Major League Baseball launched a campaign last week “2014 will be the #MLBYEAROF _________” with a request for fans to fill in the blank. Of course, I approached this from a snarky, aggressive perspective: “2014 Will be the #MLBYEAROF Yankee destruction.” Though my comment was lost in the jumble of thousands of similar Tweets, my claim was made, and I plan to submit a similar statement about the Red Sox.
I’m a Rays fan, by the way. It’s a pride issue. Sure, the Rays are battling with teams founded in 1901 and 1903 that hold a combined 35 World Series championships, but at what point is the “underdog” no longer the weak link in the division?
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The Rays played 10 losing seasons before making the playoffs in 2008, and they went all the way to the World Series. And lost. But, they got there. Keep in mind, they had a different identity in 2007, and those Devil Rays won only 66 games. A year later, they won 97 as the Rays.
What about the years that followed? In 2010, the Rays won the American League East before losing to the Rangers in the division series. In 2011, it was “déjà vu all over again” as they lost to the Rangers in the division series. And in 2013, the Rays snagged the wild-card spot but lost to the Red Sox.
To the average non-Rays fan, the theme of the last five seasons sounds something like “loss.” But, in reality, it’s the evolution of an improving franchise.
I attended a Rays-Red Sox spring training game last month and found myself almost envious of the culture surrounding Red Sox “nation.” It’s the culture portrayed in the movie Fever Pitch – fans come from all over, befriending one another along the way, and they all rise together, like a congregation being called to prayer, at the first sound of “Sweet Caroline.” And then they sing and sway. I wanted to hate this harmonious chorus, but I couldn’t help but love their unspoken bond. My first thought: Why don’t the Rays have this?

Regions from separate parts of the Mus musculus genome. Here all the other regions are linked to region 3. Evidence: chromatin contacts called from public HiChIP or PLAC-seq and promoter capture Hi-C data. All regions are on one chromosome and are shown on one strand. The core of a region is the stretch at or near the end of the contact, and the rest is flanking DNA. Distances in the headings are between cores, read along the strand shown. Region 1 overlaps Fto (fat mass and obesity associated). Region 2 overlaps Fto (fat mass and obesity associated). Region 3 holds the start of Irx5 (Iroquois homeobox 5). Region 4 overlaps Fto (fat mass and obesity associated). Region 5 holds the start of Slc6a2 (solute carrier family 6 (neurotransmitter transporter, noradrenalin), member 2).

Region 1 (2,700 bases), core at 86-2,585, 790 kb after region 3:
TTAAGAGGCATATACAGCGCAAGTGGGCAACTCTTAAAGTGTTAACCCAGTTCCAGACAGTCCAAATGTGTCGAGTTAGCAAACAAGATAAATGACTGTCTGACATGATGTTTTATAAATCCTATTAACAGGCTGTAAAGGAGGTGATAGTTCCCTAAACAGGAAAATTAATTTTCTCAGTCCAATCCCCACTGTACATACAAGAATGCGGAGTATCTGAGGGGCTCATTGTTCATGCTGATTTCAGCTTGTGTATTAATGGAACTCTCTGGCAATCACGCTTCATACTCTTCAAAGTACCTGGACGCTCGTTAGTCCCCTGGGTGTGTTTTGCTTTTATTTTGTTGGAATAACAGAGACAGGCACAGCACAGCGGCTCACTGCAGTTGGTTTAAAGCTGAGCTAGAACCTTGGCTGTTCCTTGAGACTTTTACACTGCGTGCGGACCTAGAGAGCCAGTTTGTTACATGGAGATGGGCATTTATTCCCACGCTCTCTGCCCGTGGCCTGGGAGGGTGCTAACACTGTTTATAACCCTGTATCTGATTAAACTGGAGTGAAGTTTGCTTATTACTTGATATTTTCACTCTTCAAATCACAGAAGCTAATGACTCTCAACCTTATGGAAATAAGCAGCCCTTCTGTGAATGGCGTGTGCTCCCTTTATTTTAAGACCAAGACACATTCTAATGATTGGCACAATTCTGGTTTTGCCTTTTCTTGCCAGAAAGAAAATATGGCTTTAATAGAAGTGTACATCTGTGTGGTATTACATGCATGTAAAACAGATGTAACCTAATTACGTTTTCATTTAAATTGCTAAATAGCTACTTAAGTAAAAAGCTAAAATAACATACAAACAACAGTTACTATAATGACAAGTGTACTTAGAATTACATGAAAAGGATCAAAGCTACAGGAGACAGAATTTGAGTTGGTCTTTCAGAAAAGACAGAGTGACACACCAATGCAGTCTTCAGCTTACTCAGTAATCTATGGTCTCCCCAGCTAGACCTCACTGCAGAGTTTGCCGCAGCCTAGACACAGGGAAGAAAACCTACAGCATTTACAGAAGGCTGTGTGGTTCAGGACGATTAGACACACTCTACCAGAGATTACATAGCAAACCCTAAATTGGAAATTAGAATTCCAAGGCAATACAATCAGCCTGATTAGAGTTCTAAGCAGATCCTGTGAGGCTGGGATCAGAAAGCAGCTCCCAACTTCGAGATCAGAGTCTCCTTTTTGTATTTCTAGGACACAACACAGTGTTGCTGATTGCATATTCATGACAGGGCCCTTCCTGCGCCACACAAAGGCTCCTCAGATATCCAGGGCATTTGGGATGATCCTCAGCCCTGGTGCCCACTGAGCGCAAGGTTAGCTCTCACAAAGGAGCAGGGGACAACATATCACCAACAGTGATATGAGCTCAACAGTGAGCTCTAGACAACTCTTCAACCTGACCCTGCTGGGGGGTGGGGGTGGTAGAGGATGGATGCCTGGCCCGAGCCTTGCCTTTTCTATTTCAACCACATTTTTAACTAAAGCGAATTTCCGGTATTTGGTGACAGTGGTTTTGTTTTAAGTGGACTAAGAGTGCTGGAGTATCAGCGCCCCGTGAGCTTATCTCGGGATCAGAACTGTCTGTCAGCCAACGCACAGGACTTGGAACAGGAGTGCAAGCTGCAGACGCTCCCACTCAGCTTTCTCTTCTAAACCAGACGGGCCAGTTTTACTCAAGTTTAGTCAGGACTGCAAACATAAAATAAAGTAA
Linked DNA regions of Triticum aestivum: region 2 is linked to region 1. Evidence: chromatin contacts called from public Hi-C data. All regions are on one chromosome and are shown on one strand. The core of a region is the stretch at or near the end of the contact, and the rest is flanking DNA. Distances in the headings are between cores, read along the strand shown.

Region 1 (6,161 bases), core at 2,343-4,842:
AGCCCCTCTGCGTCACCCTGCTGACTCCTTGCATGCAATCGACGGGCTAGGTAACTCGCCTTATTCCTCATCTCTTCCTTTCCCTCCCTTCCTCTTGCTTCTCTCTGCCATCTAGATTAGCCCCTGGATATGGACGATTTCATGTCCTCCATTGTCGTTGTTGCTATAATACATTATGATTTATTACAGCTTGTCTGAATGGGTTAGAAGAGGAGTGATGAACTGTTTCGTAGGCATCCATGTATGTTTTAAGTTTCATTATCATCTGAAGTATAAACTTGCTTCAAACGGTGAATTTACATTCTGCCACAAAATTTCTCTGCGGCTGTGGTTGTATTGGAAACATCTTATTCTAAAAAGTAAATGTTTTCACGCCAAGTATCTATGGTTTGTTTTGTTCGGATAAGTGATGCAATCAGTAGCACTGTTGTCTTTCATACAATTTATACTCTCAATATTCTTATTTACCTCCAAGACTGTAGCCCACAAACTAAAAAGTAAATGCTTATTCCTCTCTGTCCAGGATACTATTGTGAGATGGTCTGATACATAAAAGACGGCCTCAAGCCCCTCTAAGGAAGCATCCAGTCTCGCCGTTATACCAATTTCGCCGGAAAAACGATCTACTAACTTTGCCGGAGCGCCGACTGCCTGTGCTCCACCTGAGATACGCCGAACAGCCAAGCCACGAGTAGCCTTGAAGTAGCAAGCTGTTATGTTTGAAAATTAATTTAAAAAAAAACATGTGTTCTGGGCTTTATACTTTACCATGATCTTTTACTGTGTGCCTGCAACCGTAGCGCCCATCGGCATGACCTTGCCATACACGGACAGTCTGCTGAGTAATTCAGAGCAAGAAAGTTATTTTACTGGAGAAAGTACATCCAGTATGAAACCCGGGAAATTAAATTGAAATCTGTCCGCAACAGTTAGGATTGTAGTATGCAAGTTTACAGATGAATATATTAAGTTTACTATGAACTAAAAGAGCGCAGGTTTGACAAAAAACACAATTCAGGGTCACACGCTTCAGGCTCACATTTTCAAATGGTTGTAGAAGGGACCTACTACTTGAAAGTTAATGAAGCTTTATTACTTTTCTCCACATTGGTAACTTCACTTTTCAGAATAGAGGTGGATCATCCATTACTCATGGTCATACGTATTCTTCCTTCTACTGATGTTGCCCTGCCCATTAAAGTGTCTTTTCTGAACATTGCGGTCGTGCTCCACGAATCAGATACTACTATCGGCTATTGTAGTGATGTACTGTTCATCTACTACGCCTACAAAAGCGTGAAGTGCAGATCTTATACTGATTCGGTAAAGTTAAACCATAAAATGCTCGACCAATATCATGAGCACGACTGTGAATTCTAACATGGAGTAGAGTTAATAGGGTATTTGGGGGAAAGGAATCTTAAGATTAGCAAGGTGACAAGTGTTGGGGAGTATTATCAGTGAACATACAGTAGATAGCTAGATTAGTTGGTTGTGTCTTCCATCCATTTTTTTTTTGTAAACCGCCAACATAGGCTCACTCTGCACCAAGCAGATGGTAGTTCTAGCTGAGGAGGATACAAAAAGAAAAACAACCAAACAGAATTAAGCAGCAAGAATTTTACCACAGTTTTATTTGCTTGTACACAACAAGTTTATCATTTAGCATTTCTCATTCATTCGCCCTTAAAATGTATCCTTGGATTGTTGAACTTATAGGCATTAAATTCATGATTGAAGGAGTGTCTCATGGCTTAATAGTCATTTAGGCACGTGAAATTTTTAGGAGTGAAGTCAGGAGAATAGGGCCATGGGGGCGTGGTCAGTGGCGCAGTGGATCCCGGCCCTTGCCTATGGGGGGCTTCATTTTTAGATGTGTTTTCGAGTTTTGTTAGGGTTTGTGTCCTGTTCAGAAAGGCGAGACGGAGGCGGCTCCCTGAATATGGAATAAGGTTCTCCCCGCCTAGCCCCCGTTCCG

And then I thought about it. We do. It’s called a “comeback culture.” The Tampa Bay Rays are working diligently to erase the memory of their first 10 seasons as the Devil Rays, where each season ended with more losses than wins. Since 2008, the Rays have posted more wins than losses. That tells me one thing: They’re developing a culture around winning with a small-market budget.
The franchise has held onto cornerstone players like David Price, James Loney and Yunel Escobar. They’ve pulled the trigger to acquire face of the franchise Wil Myers. And they continue to develop no-name players who eventually turn into Evan Longorias. And what about Ben Zobrist? Is there anyone who can play seven positions on the field as well as he can?
The team is built around defense and pitching. In 2013, the Rays had the second highest fielding percentage at .9902, trailing only the Baltimore Orioles. And they continue to produce quality arms from the minors, including Alex Cobb, Matt Moore, Jeremy Hellickson and Chris Archer, who inked a six-year extension earlier today.
Sure, you can be a Yankees fan or even a Red Sox fan, but keep one thing in mind, the Rays aren’t an underdog. They’re competition. So, why don’t more MLB fans see that? They will this year.
This season will be the #MLBYEAROF the comeback culture.